Uniswap Exchange Fully Explained

Uniswap Exchange Fully Explained

Conventional cryptocurrency exchanges like Binance and Coinbase, which are centralized, somewhat favor whales – traders holding large amounts of a given coin and can potentially manipulate its price by trading – meaning that small traders will always be at a disadvantage or the mercy of the whales. This perceived favoritism arises from the fact that these exchanges utilize limit order books.

In the crypto trading world, and generally the entire financial markets, a limit order is an order to buy or sell an asset at a specific price or lower, when purchasing, or at a particular price or higher, when selling. Exchanges keep track of these orders using limit order books (example below) and use the lowest ask (price an investor is willing to sell a coin) and highest bid (price an investor is ready to buy the asset at) to determine the price of the coin. Usually, the price displayed in such exchanges is the average value of the highest bid and lowest ask or the price at which the platform executed the last trade.

Uniswap Exchange Explained

Back to the limit order, the exchange may not complete an investor’s (buyer or seller) trade if the limit order is not reached. But it may execute it if the investor is a whale who, through price manipulation, causes the price of the coin to hit their limit order. This is because a buy order on the limit order book has to be matched with a similarly priced sell order on the opposite end of the book and vice versa. Small traders cannot enjoy this luxury because they cannot move the market, which means that this arrangement is disadvantageous.

Conventional exchanges also fall short in another entirely different way. The limit order system makes it susceptible to low liquidity, which effectively means that trades may not be completed. Liquidity, in this context, refers to the total number of open buy and sell orders, recorded in the order book, for a given asset.

These problems underscore the downside of centralized exchanges, and this is why Uniswap exchange exists.

What is a Uniswap Exchange

Created in 2018 by Hayden Adams in response to calls for a new trading paradigm in a Reddit post by Ethereum’s creator, Vitalik Buterin. Uniswap is a protocol that runs on Ethereum’s blockchain, which makes it compatible with ERC-20 tokens, and facilitates the decentralized exchange of assets. So, is Uniswap an exchange? Yes, it is because it enables the transfer of assets.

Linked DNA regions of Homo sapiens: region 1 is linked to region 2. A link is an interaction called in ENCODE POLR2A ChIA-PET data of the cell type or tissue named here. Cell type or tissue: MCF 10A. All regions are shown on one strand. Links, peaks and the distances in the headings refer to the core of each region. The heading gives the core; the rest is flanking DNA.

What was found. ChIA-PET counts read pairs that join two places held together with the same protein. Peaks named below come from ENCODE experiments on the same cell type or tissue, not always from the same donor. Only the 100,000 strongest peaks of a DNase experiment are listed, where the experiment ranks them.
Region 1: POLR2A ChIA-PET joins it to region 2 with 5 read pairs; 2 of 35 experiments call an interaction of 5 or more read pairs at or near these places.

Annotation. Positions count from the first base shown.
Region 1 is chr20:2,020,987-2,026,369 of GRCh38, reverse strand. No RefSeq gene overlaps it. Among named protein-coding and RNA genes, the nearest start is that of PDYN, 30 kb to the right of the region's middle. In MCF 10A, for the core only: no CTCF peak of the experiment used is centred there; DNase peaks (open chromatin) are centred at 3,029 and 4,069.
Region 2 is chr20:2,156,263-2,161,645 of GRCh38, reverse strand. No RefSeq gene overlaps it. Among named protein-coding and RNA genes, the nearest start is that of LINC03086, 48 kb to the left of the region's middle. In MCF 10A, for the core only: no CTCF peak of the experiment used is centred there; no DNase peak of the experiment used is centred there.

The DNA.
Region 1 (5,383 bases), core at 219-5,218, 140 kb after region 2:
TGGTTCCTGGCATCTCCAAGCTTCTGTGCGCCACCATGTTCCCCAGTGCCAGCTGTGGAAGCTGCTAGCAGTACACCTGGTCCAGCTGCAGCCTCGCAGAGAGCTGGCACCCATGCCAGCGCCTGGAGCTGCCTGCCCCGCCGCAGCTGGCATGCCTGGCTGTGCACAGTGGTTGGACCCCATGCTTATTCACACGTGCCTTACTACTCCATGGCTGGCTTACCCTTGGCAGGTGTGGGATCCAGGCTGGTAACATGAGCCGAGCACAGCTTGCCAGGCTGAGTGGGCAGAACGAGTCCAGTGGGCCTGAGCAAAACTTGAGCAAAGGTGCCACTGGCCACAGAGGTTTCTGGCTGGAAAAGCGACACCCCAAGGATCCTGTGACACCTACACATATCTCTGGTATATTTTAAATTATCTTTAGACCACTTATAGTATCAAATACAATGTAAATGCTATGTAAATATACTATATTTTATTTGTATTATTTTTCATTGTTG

Since its creation, Uniswap has grown to become one of the largest decentralized crypto exchanges in the world by volume and is also central to the growth of decentralized finance (DeFi). If you want to take your trading to the next level,  you can follow signals from professional traders. Notably, the term decentralized means that a central business or body does not own the exchange, as is the case with conventional exchanges such as Coinbase and Binance.

Further, a Uniswap exchange does away with the limit order books synonymous with these conventional exchanges. It does not give market makers the liberty of specifying prices. Instead, it does this on its own, with the market makers’ mandate only being to provide the funds or coins.

Uniswap facilitates peer-to-peer trading using algorithms collectively known as automated market makers (AMMs), as well as liquidity pools. But the facilitation and operations of the Uniswap exchange are unique.

How does Uniswap Exchange differ from Conventional Exchanges?

Typically, a traditional exchange such as Binance works on the principles of a limit book, as stated. Let’s imagine a trader who has owns 10 ETH coins and has $500 in cash. This person may opt to sell the coins at different ask prices, say, 4 ETH at $130 and 6 ETH at $150. They may set their bid price at $70 for 5 ETH and $110 for 10 ETH on the buy-side.

Notably, if a different buyer happens to set their bid price at $150 for 6 ETH, the exchange will execute the trade as the order book has matched the ask price with a similarly priced bid price. At the same time, if the exchange has a seller who has set their ask price at $110 for 10 ETH, the platform will complete the trade by matching the seller’s ask price with the trader’s bid price.

As stated, these orders make up an order book and dictate an asset’s market price. Now, continue imagining with me a situation whereby this traditional exchange now takes all the ask and bid prices, pools them together, and subsequently executes trades based on arbitrary prices that it comes up with using algorithms. Understandably, this would change the entire trading landscape and perhaps even trigger complaints among sellers and buyers. But this very description highlights how Uniswap works and principally how it differs from a centralized exchange.

How does Uniswap Exchange Work?

In Uniswap, sellers and buyers, collectively known as market makers, do not specify the prices at which they wish to sell or buy an asset. Instead, this exchange pools everyone’s buy and sell orders (liquidity), in the form of money, and uses a deterministic algorithm (AMM), to make the market, i.e., determine the prices.

Clearly, at its basic level, the algorithm is a cog in the wheel that drives a Uniswap exchange, a building block, if you will. And while it determines the price at which an asset is to be sold or bought (we’ll detail how it does this shortly), other vital processes also simultaneously take place.